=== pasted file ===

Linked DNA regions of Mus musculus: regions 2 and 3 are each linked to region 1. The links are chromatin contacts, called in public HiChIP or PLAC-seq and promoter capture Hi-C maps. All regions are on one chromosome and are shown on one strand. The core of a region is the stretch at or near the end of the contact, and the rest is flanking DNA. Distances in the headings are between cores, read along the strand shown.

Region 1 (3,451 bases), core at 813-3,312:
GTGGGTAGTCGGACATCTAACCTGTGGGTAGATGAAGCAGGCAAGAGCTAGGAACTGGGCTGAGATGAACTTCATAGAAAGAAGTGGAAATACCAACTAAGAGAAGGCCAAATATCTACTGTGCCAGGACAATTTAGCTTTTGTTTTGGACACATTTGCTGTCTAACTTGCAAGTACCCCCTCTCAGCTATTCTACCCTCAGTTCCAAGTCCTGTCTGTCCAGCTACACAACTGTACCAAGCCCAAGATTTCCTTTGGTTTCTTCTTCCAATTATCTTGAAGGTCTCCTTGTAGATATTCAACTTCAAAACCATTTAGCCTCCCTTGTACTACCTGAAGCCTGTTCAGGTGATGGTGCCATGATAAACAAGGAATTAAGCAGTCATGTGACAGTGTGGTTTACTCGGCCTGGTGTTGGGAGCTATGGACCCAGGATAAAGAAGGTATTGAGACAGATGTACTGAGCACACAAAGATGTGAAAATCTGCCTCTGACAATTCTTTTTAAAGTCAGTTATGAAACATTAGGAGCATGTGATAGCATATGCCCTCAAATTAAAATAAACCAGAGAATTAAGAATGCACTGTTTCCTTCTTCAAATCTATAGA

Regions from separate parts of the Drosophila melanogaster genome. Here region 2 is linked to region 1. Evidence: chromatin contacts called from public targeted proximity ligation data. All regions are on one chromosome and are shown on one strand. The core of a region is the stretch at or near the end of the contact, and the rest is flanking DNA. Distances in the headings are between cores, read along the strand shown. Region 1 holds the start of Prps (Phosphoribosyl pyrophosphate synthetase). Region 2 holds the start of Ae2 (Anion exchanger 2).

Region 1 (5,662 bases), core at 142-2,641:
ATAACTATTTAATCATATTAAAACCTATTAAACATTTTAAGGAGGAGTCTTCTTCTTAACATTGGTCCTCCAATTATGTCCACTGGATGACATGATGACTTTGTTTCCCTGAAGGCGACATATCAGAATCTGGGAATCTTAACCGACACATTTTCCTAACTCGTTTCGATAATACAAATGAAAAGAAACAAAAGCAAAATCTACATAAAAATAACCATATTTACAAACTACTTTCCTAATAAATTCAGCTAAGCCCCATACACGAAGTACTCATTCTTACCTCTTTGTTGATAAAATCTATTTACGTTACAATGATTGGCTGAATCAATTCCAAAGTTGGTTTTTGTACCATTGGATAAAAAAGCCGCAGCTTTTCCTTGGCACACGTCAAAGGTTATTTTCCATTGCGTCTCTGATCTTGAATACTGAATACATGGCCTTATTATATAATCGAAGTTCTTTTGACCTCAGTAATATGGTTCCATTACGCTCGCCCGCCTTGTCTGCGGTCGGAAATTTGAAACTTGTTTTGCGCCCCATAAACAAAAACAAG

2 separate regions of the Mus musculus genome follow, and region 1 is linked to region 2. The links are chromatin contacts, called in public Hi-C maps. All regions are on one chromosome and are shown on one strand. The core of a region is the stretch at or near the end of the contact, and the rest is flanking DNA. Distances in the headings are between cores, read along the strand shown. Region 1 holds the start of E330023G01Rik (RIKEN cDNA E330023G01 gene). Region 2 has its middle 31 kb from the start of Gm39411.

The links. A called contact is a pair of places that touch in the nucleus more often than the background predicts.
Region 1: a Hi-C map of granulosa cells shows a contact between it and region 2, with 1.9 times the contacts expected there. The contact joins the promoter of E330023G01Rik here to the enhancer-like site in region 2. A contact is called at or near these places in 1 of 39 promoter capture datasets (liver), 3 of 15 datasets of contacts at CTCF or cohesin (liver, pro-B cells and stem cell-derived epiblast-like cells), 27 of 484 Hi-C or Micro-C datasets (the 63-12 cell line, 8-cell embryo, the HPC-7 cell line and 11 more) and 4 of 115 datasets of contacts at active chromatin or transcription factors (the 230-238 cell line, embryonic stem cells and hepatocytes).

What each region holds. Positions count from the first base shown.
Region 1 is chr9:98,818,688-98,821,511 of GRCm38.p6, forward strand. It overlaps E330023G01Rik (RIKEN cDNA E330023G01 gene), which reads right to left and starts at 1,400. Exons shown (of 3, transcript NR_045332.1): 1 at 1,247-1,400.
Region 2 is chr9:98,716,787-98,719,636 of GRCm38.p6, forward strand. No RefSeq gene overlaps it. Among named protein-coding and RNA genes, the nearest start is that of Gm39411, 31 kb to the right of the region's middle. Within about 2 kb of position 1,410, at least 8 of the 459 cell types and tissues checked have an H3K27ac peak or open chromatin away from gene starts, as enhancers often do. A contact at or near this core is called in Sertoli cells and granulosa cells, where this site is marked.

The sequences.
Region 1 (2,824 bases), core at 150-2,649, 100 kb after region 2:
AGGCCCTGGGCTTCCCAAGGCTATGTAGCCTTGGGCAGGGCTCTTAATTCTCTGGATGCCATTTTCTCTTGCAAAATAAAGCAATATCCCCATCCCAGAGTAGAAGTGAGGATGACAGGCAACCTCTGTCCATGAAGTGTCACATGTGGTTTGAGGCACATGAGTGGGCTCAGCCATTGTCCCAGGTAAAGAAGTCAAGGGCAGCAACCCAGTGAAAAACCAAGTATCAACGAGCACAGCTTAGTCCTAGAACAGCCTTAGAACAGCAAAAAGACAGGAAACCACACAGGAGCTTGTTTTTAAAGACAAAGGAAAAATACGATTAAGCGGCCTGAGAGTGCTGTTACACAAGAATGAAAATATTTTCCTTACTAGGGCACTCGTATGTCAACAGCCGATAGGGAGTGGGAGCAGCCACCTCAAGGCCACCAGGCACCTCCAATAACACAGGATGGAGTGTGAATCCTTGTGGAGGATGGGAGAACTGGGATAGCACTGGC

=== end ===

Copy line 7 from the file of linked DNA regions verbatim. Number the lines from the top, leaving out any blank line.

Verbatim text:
2 separate regions of the Mus musculus genome follow, and region 1 is linked to region 2. The links are chromatin contacts, called in public Hi-C maps. All regions are on one chromosome and are shown on one strand. The core of a region is the stretch at or near the end of the contact, and the rest is flanking DNA. Distances in the headings are between cores, read along the strand shown. Region 1 holds the start of E330023G01Rik (RIKEN cDNA E330023G01 gene). Region 2 has its middle 31 kb from the start of Gm39411.